Handbook on In-Work Poverty
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Handbook on In-Work Poverty

Edited by Henning Lohmann and Ive Marx

There has been a rapid global expansion of academic and policy attention focusing on in-work poverty, acknowledging that across the world a large number of the poor are ‘working poor’. Taking a global and multi-disciplinary perspective, this Handbook provides a comprehensive overview of current research at the intersection between work and poverty.
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Chapter 12: Income support policies for the working poor

Sarah Marchal, Ive Marx and Gerlinde Verbist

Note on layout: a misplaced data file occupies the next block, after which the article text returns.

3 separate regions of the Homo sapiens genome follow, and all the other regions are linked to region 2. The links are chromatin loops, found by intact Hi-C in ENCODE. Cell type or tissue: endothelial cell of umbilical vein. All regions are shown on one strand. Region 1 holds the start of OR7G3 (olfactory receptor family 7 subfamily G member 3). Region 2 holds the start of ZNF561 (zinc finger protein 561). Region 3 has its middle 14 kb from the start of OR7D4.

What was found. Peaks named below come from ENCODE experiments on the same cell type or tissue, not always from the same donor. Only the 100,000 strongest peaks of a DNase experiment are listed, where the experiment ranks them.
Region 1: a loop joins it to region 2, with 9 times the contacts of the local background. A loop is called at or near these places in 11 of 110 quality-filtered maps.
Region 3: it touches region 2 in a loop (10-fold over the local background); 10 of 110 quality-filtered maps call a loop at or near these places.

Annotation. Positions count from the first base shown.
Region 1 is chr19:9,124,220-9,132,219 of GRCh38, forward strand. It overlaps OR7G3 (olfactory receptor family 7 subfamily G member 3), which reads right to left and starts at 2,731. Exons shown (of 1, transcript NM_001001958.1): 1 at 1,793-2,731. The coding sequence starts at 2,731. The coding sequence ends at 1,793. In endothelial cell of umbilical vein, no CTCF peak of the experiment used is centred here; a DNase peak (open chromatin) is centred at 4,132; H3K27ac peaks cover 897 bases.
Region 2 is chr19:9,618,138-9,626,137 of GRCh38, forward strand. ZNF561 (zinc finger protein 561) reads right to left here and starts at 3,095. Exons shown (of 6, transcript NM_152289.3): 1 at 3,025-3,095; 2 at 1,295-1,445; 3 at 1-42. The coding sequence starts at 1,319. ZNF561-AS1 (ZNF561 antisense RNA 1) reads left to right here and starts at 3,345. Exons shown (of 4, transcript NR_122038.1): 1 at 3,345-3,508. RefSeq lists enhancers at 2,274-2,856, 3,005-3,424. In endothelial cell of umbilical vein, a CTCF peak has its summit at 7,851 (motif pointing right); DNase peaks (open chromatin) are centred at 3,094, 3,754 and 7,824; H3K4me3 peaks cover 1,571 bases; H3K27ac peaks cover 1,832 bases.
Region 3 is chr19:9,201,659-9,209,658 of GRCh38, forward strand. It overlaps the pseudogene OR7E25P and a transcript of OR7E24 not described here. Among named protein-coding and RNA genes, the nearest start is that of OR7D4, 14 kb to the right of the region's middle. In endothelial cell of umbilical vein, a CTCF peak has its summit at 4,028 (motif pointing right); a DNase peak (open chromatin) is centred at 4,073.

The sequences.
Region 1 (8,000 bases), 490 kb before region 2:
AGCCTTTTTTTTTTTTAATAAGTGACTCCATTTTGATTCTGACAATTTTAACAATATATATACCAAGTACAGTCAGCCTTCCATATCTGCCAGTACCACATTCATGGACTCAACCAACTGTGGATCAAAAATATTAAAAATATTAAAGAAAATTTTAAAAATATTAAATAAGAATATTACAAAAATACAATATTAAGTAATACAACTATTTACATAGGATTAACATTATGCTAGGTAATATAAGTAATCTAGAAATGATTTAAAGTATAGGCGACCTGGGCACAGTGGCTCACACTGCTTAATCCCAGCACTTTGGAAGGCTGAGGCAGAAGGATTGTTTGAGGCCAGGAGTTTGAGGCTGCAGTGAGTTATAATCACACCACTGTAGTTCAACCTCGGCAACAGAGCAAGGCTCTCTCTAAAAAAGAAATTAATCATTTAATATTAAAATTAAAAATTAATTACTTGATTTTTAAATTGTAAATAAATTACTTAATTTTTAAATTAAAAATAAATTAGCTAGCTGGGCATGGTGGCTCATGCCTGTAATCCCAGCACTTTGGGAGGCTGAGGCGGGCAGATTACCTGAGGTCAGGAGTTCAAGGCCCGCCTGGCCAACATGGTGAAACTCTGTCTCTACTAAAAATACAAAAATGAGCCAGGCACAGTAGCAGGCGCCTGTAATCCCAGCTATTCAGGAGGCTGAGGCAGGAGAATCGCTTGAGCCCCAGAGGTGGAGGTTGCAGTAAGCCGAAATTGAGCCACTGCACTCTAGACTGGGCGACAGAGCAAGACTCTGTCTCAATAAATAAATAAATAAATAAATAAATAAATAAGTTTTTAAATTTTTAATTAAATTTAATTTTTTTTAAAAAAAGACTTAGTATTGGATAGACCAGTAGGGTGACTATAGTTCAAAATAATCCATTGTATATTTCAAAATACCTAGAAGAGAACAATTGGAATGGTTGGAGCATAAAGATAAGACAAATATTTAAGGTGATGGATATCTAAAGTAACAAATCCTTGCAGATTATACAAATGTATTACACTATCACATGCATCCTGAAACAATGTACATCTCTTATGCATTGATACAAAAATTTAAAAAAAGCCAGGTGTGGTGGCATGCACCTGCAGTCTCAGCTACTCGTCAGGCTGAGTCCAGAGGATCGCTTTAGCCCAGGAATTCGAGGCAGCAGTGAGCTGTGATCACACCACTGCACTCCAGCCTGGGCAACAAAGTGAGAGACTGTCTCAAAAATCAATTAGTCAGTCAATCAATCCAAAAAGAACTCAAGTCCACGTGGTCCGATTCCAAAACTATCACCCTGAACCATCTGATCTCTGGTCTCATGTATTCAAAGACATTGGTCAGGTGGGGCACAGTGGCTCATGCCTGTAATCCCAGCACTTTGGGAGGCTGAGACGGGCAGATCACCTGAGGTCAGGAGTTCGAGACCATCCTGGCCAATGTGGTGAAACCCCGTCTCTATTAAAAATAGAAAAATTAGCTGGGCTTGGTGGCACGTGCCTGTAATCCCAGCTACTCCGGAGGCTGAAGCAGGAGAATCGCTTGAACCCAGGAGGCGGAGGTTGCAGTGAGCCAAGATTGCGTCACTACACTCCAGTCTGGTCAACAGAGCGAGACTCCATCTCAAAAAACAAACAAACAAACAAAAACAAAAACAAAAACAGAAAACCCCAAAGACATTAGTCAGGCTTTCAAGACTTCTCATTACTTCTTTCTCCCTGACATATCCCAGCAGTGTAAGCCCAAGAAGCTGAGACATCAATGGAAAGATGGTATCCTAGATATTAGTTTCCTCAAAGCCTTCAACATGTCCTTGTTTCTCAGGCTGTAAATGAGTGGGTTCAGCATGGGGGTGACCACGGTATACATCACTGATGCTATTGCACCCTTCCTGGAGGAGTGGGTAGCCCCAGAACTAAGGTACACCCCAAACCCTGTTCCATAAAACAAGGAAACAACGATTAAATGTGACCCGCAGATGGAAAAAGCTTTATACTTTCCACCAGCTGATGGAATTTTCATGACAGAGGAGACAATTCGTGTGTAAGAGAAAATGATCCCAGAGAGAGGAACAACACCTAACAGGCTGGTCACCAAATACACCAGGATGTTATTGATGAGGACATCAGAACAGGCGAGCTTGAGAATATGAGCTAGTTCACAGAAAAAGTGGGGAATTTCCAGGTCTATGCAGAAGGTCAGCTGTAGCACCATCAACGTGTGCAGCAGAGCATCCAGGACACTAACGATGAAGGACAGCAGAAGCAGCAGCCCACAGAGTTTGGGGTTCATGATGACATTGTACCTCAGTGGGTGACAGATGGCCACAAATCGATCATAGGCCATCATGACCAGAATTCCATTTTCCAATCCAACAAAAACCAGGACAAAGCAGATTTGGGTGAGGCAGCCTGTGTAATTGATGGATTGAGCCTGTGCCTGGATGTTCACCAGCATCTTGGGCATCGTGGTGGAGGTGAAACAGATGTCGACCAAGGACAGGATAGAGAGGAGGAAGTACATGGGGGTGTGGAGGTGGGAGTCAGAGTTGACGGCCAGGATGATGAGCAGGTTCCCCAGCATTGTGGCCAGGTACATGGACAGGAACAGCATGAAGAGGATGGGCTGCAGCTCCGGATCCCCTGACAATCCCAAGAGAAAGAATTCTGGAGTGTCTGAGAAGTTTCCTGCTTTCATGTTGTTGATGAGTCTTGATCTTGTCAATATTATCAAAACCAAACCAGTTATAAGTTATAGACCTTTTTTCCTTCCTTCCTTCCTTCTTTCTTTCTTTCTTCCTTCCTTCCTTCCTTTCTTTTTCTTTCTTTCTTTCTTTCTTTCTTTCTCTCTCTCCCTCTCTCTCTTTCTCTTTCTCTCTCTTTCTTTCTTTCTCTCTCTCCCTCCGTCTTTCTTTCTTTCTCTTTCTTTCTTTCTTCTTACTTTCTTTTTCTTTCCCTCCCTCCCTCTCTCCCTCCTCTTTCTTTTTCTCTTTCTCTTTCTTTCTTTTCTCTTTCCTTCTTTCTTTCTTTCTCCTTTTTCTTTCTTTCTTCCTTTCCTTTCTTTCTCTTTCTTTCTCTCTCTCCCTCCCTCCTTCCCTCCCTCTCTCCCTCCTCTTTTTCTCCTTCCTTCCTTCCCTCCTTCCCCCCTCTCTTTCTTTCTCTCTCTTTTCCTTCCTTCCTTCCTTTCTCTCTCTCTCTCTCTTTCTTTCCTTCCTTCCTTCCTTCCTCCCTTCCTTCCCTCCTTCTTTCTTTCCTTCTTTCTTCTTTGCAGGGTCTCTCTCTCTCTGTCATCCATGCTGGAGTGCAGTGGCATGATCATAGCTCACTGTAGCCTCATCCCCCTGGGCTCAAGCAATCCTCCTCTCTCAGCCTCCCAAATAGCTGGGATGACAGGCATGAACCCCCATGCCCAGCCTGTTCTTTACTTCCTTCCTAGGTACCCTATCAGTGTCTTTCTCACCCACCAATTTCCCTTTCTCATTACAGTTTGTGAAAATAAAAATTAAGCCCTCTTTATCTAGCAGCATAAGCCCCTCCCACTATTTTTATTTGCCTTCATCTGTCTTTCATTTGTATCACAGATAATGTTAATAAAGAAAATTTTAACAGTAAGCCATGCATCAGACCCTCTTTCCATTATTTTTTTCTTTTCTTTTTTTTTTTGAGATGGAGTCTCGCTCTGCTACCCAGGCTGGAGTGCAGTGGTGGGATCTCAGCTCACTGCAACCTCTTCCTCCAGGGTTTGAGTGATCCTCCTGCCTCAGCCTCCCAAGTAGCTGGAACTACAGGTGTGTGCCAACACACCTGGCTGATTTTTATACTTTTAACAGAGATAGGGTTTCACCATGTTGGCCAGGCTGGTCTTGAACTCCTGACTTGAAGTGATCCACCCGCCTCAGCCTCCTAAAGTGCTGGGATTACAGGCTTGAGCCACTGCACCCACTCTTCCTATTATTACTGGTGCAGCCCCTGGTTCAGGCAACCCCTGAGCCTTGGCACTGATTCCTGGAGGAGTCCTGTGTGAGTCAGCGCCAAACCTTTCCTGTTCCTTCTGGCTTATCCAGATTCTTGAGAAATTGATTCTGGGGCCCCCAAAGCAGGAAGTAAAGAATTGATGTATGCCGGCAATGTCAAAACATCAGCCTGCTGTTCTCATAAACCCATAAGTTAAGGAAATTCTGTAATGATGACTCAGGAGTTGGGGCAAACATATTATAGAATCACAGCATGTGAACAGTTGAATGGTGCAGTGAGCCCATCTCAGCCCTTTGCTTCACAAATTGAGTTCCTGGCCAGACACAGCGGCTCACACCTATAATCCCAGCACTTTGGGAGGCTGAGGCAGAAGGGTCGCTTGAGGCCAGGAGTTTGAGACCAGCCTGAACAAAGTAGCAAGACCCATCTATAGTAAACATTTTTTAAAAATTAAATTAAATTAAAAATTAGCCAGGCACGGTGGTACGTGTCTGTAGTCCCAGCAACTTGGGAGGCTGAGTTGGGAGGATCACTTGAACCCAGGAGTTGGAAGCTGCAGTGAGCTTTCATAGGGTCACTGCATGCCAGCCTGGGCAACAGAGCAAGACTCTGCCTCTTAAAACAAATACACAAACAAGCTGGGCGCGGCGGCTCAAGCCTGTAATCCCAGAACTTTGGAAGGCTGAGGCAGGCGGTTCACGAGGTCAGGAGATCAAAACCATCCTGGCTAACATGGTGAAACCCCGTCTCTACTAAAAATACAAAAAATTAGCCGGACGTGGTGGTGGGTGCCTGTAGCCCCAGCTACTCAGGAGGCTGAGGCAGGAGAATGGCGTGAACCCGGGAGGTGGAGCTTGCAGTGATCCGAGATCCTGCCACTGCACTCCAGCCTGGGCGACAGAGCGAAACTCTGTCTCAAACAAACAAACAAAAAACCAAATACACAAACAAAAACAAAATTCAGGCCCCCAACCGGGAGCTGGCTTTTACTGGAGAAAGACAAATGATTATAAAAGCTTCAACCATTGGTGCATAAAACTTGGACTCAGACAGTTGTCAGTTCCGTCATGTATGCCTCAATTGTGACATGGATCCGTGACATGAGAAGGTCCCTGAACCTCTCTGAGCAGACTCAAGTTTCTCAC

This chapter provides an overview and discussion of the direct income support measures available to workers. Using model family simulations of the net income and income components of a single person and a lone-parent family, the authors assess the policy measures currently in place in the European Union (EU) member states and the United States to guarantee an income floor to working families: minimum wages, favourable tax and social insurance contribution conditions, and supportive benefits. They demonstrate that despite ample supportive direct income measures, net incomes at minimum wage are well below the EU at-risk-of-poverty threshold. Yet there has clearly been a tendency to implement direct income support measures that increase the net incomes of workers paid at or around the minimum wage. The authors discuss how direct income support measures, in particular personal income tax reliefs, social security reductions and different types of social benefits, can play a broader role in combating in-work poverty at large.

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